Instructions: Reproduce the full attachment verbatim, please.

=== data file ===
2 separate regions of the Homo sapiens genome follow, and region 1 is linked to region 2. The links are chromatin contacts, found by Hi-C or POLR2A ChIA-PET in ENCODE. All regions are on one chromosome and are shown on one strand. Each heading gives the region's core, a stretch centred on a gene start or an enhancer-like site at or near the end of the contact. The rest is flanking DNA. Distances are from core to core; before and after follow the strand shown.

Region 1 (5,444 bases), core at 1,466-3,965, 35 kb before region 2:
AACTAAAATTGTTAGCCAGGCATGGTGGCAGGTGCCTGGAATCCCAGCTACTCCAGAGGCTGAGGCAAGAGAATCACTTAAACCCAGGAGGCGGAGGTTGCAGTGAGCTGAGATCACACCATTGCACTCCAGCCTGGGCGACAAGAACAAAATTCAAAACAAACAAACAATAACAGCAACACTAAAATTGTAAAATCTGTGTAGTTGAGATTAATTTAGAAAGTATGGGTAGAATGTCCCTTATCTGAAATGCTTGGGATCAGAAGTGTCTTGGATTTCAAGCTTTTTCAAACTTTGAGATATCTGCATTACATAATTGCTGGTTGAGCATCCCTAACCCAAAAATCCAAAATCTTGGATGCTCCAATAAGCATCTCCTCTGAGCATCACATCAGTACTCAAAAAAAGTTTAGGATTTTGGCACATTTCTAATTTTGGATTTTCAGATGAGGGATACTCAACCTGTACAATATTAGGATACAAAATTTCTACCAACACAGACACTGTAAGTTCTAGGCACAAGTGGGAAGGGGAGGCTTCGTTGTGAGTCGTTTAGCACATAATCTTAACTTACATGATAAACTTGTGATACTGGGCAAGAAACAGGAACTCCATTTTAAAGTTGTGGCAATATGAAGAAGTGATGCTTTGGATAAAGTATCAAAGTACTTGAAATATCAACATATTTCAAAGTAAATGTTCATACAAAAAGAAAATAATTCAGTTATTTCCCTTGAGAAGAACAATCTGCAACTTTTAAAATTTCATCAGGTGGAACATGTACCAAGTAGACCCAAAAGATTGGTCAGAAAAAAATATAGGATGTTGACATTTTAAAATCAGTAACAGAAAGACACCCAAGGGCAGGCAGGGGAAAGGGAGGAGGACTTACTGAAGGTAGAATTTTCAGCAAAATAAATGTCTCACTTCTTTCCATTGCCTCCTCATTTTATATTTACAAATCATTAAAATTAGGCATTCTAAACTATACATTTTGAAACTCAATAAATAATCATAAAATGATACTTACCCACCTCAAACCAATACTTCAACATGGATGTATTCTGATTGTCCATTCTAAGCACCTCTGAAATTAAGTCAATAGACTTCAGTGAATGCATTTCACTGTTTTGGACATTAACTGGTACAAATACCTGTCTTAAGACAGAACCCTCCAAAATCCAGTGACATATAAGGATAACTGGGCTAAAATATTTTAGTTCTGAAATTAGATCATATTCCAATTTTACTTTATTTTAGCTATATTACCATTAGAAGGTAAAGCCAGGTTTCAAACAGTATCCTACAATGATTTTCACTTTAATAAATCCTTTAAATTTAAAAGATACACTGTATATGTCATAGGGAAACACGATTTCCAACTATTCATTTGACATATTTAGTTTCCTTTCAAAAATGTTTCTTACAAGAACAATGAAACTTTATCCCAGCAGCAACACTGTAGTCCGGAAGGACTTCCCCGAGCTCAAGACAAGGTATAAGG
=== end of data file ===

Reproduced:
2 separate regions of the Homo sapiens genome follow, and region 1 is linked to region 2. The links are chromatin contacts, found by Hi-C or POLR2A ChIA-PET in ENCODE. All regions are on one chromosome and are shown on one strand. Each heading gives the region's core, a stretch centred on a gene start or an enhancer-like site at or near the end of the contact. The rest is flanking DNA. Distances are from core to core; before and after follow the strand shown.

Region 1 (5,444 bases), core at 1,466-3,965, 35 kb before region 2:
AACTAAAATTGTTAGCCAGGCATGGTGGCAGGTGCCTGGAATCCCAGCTACTCCAGAGGCTGAGGCAAGAGAATCACTTAAACCCAGGAGGCGGAGGTTGCAGTGAGCTGAGATCACACCATTGCACTCCAGCCTGGGCGACAAGAACAAAATTCAAAACAAACAAACAATAACAGCAACACTAAAATTGTAAAATCTGTGTAGTTGAGATTAATTTAGAAAGTATGGGTAGAATGTCCCTTATCTGAAATGCTTGGGATCAGAAGTGTCTTGGATTTCAAGCTTTTTCAAACTTTGAGATATCTGCATTACATAATTGCTGGTTGAGCATCCCTAACCCAAAAATCCAAAATCTTGGATGCTCCAATAAGCATCTCCTCTGAGCATCACATCAGTACTCAAAAAAAGTTTAGGATTTTGGCACATTTCTAATTTTGGATTTTCAGATGAGGGATACTCAACCTGTACAATATTAGGATACAAAATTTCTACCAACACAGACACTGTAAGTTCTAGGCACAAGTGGGAAGGGGAGGCTTCGTTGTGAGTCGTTTAGCACATAATCTTAACTTACATGATAAACTTGTGATACTGGGCAAGAAACAGGAACTCCATTTTAAAGTTGTGGCAATATGAAGAAGTGATGCTTTGGATAAAGTATCAAAGTACTTGAAATATCAACATATTTCAAAGTAAATGTTCATACAAAAAGAAAATAATTCAGTTATTTCCCTTGAGAAGAACAATCTGCAACTTTTAAAATTTCATCAGGTGGAACATGTACCAAGTAGACCCAAAAGATTGGTCAGAAAAAAATATAGGATGTTGACATTTTAAAATCAGTAACAGAAAGACACCCAAGGGCAGGCAGGGGAAAGGGAGGAGGACTTACTGAAGGTAGAATTTTCAGCAAAATAAATGTCTCACTTCTTTCCATTGCCTCCTCATTTTATATTTACAAATCATTAAAATTAGGCATTCTAAACTATACATTTTGAAACTCAATAAATAATCATAAAATGATACTTACCCACCTCAAACCAATACTTCAACATGGATGTATTCTGATTGTCCATTCTAAGCACCTCTGAAATTAAGTCAATAGACTTCAGTGAATGCATTTCACTGTTTTGGACATTAACTGGTACAAATACCTGTCTTAAGACAGAACCCTCCAAAATCCAGTGACATATAAGGATAACTGGGCTAAAATATTTTAGTTCTGAAATTAGATCATATTCCAATTTTACTTTATTTTAGCTATATTACCATTAGAAGGTAAAGCCAGGTTTCAAACAGTATCCTACAATGATTTTCACTTTAATAAATCCTTTAAATTTAAAAGATACACTGTATATGTCATAGGGAAACACGATTTCCAACTATTCATTTGACATATTTAGTTTCCTTTCAAAAATGTTTCTTACAAGAACAATGAAACTTTATCCCAGCAGCAACACTGTAGTCCGGAAGGACTTCCCCGAGCTCAAGACAAGGTATAAGG